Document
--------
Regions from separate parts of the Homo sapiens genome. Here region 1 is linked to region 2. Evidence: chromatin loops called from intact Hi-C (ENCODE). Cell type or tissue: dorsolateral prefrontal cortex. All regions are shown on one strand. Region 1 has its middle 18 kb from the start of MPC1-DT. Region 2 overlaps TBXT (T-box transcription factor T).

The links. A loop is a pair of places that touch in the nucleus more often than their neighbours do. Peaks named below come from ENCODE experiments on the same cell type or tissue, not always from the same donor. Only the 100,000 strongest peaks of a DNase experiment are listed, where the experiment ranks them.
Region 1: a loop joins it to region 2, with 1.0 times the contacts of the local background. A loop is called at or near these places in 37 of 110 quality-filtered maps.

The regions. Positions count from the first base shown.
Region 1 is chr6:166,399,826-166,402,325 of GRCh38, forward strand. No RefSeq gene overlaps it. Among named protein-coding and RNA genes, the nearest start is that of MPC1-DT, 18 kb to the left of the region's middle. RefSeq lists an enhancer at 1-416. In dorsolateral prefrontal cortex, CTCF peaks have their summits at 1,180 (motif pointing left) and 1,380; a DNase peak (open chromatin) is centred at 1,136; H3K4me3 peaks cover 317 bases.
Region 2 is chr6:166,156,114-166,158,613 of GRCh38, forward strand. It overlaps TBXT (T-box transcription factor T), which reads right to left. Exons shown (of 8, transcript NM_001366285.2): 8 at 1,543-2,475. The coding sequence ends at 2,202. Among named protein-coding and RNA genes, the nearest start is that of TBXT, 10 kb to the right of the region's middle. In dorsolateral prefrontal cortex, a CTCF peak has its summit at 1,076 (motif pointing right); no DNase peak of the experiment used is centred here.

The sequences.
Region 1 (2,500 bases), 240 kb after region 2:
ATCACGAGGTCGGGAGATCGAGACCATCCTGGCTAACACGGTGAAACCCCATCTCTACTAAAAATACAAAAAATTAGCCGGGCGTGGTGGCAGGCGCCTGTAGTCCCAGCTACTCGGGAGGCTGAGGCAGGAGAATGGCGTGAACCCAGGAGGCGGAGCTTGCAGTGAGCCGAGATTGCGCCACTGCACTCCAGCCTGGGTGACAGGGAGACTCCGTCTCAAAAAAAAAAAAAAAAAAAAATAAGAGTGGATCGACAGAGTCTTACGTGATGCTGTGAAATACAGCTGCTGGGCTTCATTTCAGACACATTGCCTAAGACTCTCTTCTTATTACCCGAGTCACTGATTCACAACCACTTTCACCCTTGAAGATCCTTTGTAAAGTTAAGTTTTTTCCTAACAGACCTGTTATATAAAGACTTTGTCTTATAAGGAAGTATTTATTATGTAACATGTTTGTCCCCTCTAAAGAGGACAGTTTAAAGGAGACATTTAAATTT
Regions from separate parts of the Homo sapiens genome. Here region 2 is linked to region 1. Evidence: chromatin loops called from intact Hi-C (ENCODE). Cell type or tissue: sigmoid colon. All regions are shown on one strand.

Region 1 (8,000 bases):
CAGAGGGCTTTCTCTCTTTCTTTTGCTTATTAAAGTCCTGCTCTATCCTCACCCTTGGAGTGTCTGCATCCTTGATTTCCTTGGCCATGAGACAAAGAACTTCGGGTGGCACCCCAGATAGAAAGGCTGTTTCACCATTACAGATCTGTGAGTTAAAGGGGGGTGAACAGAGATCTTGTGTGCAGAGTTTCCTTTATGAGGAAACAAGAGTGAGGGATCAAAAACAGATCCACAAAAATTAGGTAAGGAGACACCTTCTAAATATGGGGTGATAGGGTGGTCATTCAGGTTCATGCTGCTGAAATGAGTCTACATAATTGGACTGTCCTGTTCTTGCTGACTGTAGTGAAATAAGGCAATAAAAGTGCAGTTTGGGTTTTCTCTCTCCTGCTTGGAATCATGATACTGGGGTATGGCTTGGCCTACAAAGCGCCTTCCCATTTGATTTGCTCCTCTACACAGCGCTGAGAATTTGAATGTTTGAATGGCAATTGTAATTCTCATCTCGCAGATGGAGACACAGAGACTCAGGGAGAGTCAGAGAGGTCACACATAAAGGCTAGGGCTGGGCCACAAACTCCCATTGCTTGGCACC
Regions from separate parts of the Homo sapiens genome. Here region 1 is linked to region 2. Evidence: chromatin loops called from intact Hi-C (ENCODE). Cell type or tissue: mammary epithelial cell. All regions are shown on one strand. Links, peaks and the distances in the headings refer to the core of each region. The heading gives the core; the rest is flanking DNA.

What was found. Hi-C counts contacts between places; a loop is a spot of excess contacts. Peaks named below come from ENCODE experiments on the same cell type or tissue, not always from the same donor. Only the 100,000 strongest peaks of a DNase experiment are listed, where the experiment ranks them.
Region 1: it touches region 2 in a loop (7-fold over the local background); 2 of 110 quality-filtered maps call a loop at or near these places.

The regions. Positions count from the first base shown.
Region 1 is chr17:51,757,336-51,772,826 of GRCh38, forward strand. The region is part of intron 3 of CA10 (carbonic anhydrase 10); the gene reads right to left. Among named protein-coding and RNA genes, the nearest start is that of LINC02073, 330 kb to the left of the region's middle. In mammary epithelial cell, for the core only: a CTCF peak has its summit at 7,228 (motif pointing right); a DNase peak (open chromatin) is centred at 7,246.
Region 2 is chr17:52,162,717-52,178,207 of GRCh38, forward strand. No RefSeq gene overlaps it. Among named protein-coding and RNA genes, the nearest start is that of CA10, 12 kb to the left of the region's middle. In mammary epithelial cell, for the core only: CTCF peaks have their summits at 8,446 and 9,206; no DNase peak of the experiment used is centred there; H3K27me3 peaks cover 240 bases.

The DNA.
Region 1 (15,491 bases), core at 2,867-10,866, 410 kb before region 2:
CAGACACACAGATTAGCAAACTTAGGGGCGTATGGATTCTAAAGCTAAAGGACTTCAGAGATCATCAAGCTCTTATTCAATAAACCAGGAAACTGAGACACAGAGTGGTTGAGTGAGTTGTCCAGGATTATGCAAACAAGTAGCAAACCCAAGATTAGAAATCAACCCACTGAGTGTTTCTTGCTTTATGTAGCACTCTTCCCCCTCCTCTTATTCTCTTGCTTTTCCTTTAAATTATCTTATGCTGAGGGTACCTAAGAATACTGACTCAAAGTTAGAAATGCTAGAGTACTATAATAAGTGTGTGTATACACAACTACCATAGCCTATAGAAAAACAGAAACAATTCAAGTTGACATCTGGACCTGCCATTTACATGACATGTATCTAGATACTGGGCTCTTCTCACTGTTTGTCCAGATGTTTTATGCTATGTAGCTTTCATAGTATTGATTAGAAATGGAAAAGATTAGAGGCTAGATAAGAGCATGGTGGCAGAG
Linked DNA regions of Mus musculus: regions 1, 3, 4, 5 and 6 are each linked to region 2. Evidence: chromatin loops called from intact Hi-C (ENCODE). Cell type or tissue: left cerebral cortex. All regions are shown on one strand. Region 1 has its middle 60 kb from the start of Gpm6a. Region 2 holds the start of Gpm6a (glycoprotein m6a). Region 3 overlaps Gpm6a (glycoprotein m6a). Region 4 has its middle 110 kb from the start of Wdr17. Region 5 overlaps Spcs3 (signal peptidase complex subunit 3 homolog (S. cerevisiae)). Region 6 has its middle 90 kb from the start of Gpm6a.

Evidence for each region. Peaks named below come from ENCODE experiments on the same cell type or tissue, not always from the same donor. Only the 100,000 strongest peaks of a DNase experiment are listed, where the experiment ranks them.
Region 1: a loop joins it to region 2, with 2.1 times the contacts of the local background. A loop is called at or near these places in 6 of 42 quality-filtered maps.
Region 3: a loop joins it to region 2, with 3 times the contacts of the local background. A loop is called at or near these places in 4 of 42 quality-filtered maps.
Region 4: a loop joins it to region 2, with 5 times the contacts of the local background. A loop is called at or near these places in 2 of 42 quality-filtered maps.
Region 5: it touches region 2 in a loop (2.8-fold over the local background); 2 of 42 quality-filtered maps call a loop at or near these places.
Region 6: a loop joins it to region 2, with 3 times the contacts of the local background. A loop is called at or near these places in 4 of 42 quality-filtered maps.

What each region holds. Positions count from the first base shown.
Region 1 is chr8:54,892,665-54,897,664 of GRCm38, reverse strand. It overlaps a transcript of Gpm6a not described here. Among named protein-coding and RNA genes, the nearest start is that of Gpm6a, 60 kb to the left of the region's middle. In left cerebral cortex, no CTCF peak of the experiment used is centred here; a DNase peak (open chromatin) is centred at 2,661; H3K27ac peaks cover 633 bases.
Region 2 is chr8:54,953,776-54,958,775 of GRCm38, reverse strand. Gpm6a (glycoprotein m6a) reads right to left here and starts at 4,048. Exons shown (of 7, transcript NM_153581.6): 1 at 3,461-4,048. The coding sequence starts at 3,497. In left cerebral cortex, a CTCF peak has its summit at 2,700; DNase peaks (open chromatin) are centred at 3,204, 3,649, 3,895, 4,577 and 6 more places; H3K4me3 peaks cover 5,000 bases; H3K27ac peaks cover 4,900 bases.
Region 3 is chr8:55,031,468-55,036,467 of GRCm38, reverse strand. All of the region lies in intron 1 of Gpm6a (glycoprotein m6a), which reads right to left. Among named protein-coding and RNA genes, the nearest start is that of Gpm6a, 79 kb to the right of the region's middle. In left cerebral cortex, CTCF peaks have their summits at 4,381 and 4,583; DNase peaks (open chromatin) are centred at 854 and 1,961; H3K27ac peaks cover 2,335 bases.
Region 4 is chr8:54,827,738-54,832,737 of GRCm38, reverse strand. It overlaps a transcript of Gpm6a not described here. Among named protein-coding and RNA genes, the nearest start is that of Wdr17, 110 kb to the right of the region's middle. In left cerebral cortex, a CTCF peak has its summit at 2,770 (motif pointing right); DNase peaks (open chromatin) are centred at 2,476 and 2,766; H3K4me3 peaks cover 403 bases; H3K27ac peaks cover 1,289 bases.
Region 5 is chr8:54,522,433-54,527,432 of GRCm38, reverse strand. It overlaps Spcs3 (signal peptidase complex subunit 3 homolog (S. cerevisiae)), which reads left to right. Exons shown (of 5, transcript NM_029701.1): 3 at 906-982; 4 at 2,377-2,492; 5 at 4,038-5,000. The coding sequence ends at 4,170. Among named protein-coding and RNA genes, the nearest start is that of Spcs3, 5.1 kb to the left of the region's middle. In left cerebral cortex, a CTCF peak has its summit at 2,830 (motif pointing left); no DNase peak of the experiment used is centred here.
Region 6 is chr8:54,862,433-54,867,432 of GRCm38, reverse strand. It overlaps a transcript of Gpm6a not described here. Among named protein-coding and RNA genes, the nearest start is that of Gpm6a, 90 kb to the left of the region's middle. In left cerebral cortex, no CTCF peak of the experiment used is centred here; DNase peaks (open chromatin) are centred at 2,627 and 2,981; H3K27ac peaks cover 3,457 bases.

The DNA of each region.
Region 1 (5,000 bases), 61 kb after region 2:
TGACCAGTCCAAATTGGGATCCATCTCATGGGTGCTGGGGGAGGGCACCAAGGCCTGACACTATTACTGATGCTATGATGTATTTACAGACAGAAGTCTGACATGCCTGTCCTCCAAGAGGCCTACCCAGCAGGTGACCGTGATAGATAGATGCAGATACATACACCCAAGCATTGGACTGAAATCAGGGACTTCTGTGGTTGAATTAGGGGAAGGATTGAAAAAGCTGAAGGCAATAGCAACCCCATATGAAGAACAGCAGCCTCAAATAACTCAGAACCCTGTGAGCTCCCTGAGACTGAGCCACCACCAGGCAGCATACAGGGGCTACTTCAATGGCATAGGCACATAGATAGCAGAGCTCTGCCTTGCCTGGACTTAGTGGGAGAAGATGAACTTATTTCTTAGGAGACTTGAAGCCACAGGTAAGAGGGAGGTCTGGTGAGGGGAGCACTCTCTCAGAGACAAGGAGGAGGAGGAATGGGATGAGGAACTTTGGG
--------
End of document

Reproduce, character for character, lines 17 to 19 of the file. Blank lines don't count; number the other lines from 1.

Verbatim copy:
Region 1 is chr17:51,757,336-51,772,826 of GRCh38, forward strand. The region is part of intron 3 of CA10 (carbonic anhydrase 10); the gene reads right to left. Among named protein-coding and RNA genes, the nearest start is that of LINC02073, 330 kb to the left of the region's middle. In mammary epithelial cell, for the core only: a CTCF peak has its summit at 7,228 (motif pointing right); a DNase peak (open chromatin) is centred at 7,246.
Region 2 is chr17:52,162,717-52,178,207 of GRCh38, forward strand. No RefSeq gene overlaps it. Among named protein-coding and RNA genes, the nearest start is that of CA10, 12 kb to the left of the region's middle. In mammary epithelial cell, for the core only: CTCF peaks have their summits at 8,446 and 9,206; no DNase peak of the experiment used is centred there; H3K27me3 peaks cover 240 bases.

The DNA.